The cost of upgrading the Island Rail Corridor between Victoria and Langford for a commuter rail public transit service is estimated at $595 million, according to a new technical feasibility report released by the provincial government.
An independent study conducted by consultancy firm WSP Canada identified a 16-km-long commuter rail span between the east side of Victoria Inner Harbour and Westhills, with additional stations in between at Admirals, Six Mile, and Langford.
Victoria Station, the southern terminus station of the line, will be located immediately east of the new Johnson Street Bridge and see improved connections to local public transit bus services.
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Upgrades would be made to the existing right-of-way, which is currently in poor condition in certain areas and does not meet the standard allowing for the operation of a fast train. A single track is envisioned for a peak-direction service, as demand does not warrant for a bi-directional service given the length of the route and higher cost.
Stations would have a simple design, consisting of a basic 100-metre-long concrete platform to accommodate a 100-metre long train comprised of up to four 25-metre-long passenger cars.
Some stations, such as Victoria Station, could have a dual-sided platform. A train yard for temporary storage during off-peak periods would be located near this terminus.
Station amenities entail a single covered shelter similar to a bus stop and one ticket machine, as well as a basic park-and-ride lot for some locations.
For the choice of rail technology, overhead electrification is deemed unfeasible, with researchers proposing diesel-fuelled technologies similar to the bi-level coaches of TransLink’s West Coast Express (WCE), which requires a locomotive, or the diesel multiple unit of Ottawa’s Trillium Line.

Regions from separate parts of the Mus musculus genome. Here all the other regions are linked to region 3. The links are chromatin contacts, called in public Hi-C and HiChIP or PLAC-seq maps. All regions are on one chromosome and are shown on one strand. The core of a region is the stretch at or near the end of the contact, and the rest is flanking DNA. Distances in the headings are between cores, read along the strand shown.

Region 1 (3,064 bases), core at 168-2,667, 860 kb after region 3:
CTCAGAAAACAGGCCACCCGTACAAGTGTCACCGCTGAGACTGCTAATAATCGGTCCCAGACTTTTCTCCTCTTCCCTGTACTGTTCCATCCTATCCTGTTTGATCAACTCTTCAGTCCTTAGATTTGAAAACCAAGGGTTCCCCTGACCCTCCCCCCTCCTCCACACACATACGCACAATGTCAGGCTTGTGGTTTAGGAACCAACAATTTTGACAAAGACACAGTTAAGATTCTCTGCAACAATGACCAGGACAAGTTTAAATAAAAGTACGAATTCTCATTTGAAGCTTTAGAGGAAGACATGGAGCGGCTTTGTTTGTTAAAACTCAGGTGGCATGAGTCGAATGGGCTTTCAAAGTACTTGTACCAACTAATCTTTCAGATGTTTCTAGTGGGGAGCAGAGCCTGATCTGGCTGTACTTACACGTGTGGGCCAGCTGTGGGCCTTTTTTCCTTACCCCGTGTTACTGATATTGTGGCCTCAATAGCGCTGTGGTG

There would be just four scheduled trains during each peak-direction period, similar to the WCE.
Of the total $595-million estimated cost of this commuter rail service within Greater Victoria, $251 million is for the actual construction cost, including $26 million for signalling upgrades, $38.4 million for seven new trains, $27.2 million for the stations, $44.2 million for property acquisition, and $60 million for the maintenance facility.
The majority of the costs are outside construction, including a contingency fund of $255 million, $34.6 million for First Nations consultation and accommodation, $23.1 million for provincial government overheads, and $27.7 million for engineering.
Other options identified would upgrade the entire Island Rail Corridor from Victoria to Courtenay — a distance of 225 kms — for a north-south intercity rail service along Vancouver Island. There would be three phases of work, with the first phase costing $326.5 million and the final phase bringing the total cost to $728.8 million, including a $180.4-million subdivision track to Port Alberni.
The full-corridor improvements would allow for the return of both freight and passenger services on the railway.
Beyond Greater Victoria, the upgrades would focus on drainage and culvert issues, washouts, slope failures, vegetation intrusion, track geometry, rockfall, and track decay, including the need for new and rehabilitated railway bridges. Other stations between the Capital Region and Courtenay entail Shawnigan Lake, Duncan, Ladysmith, Nanaimo, Parksville, and Qualicum Beach. The entire corridor is broken down into six segments.